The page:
Further down, an inn with swelling bow windows still wears a strange air of dissipation and pleasure making. In the middle years of the nineteenth century it was a favourite resort of pleasure makers, and figured in some of the most famous divorce cases of the time. Now pleasure has gone and labour has come; and it stands derelict like some beauty in her midnight finery looking out over mud flats and candle works, while malodorous mounds of earth, upon which trucks are perpetually tipping fresh heaps, have entirely consumed the fields where, a hundred years ago, lovers wandered and picked violets. (8)

The description continues from East to West in London’s landscape; the heaps of garbage are followed by the Tower Bridge until we arrive at the docks. Here, there seems to be no place for human life but only for cranes, barrels, sacks, and crates. They are all

being picked up out of the hold and swung regularly on shore. Rhythmically, dexterously, with an order that has some aesthetic delight in it, barrel is laid by barrel, case by case, cask by cask, one behind another, one on top of another, one beside another in endless array down the aisles and arcades of the immense low-ceiled, entirely plain and unornamented warehouses.(10)

The lines in these passages of visual imagery are poetic and rhythmic, but also the narrator discovers «aesthetic delight» in the mechanic and calculated toil at the docks, and beauty is to be found in the proper value of each item unloaded there. However, description and analysis focus on a very practical matter, international commerce. We learn how the docks operate, that «whatever the ship has gathered from the plains, from the forests, from the pastures of the whole world is here lifted from its hold and set in its right place. (…) And not only is each package of this vast and varied merchandise picked up and set down accurately, but each is weighed and opened, sampled and recorded» (10-11). The paragraph continues thoroughly about the way every merchandise is evaluated, organised and distributed, to later explain how, in the end, are the citizens the ones who guide this global dance. Woolf writes,

It is we—our tastes, our fashions, our needs—that make the cranes dip and swing, that call the ships from the sea. Our body is their master. We demand shoes, furs, bags, stoves, oil, rice puddings, candles; and they are brought [to?] us. Trade watches us anxiously to see what new desires are beginning to grow in us, what new dislikes. (16)

Scholars have noticed the fact that the narrator identifies herself with the readers; in the quoted lines above, this is evident in the first-person plural, «we». Susan Squier has argued that such a technique was a way for Woolf to «avoid friction» with the middle-class magazine’s audience (488-9). By contrast, Jeanette McVicker and Alice Wood considered readers of Good Housekeeping a proper audience for Woolf’s social criticism in account of recent transformations that increased women’s participation in political matters–for instance, due to a newly acquired right, the vote for women. It should additionally be noted that this empathy provides fertile ground for a more fluid communication between writer and readers. Indeed, there also seems to be a matter of didactic intention of the author to educate the reading public. This issue can be associated, in fact, with one of the principles of documentary film, as pursued by Grierson and Rotha: Woolf’s text appears to be closer to the documentary method than to any literary genre. As much as Grierson, Rotha insisted upon the importance of showing social, economic, and political matters in film. He expressed disapproval of those movies that only presented the daily activity of a city, failing to denounce the injustice that also lived there (109). As opposed to those visually exciting films, such as Walter Ruttmann’s Berlin, Woolf succeeds in presenting past and present of social and economic life in London, as much as their citizens’ influence in global trade. In the following lines, I will examine two documentary films that can be associated with Woolf’s article.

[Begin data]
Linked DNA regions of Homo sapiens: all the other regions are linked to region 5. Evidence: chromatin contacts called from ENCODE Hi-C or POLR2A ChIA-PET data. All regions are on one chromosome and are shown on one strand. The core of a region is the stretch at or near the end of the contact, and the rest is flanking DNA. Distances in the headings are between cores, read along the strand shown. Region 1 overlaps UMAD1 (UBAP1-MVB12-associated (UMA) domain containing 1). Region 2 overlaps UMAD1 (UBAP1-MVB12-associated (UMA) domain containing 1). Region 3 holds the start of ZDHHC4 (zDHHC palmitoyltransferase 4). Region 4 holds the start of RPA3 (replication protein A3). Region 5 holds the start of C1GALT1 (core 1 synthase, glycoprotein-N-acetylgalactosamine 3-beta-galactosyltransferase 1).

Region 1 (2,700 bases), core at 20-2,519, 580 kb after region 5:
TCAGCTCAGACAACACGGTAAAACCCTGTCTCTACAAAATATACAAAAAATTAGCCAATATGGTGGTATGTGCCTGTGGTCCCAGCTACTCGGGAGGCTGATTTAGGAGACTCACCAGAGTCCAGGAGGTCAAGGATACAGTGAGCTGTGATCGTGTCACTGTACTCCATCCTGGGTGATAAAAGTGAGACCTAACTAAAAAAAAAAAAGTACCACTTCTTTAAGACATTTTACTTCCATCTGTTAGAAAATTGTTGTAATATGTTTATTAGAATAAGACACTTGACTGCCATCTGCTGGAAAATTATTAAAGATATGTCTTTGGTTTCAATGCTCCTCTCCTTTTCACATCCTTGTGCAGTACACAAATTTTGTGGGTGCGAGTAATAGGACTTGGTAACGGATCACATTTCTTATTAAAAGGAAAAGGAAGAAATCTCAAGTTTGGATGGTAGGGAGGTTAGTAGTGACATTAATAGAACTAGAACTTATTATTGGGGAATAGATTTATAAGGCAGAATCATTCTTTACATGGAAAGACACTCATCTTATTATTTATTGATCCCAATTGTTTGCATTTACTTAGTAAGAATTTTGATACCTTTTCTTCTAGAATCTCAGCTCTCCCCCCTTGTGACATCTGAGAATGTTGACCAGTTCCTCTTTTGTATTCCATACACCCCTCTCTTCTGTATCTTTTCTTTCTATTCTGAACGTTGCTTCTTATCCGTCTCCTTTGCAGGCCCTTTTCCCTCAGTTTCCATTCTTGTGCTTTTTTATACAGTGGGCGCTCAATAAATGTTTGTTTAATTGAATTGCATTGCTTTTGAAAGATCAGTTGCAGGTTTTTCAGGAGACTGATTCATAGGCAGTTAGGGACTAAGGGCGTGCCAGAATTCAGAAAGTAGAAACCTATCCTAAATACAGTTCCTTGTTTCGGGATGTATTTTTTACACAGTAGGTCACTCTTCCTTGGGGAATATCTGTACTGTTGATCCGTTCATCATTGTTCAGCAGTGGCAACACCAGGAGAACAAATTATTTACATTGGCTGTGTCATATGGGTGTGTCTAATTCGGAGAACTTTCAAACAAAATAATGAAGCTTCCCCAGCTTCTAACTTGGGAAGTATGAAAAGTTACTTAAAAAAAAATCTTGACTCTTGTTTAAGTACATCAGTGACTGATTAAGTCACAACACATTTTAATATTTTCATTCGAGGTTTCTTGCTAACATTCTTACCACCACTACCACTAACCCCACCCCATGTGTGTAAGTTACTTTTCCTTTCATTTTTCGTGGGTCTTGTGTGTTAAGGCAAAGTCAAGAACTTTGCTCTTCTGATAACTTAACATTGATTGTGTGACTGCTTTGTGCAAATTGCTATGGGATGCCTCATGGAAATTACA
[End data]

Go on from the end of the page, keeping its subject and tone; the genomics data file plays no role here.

Shipyard (1935) and Farewell Topsails (1937) are not the best-known works of the British Documentary Movement. Nevertheless, they offer us a chance to compare how artists working in other media have treated and interpreted themes of local work and international commerce, and activities in England dictated by trade in different periods.

Shipyard, from 1935, was directed by Paul Rotha, one of the prominent figures of the movement. The film shows the building of a ship, from the beginning until its launch into the sea. It was sponsored by the shipbuilders Orient Shipping Company and Vickers Armstrong and produced by a private company, Gaumont-British Instructional. In Documentary Diary, Rotha described the company as one «which had some kind of an honest reputation and which would give [him] services without any control over the making of the film» (qtd in Chapman 78). Indeed, the director’s creative freedom is evident in the film’s aesthetic, which could be associated with modernism as much as with Russian constructivism. The sleek lines and planes that illustrate the building of the ship bring to mind vorticism, but also American precisionism.[5]

The film begins with orchestral music during the opening titles, rhythmic deep drums, and high-pitched trumpets that predict the noises and movement involved in ship-building. By contrast, the first scenes are accompanied by milder music and birds chirping, while they show an open view to the horizon, a calm sea under a lightly clouded sky, and a big ship docked at a port. This opposition between hard and soft, nature and machine, paralleled in the disparity, for instance, between reflexive thoughts and hard metal clashes, is to be found throughout the film. As Rotha himself asserted in Documentary Film, here «sound is used creatively rather than reproductively» (79).[6] The music stops and is replaced by off-camera commentary, which starts by linking the dock and the rows of houses on the screen with a specific town in the north of England. With no music, the commentary will continue offering facts and adding information to the images until the end of the film.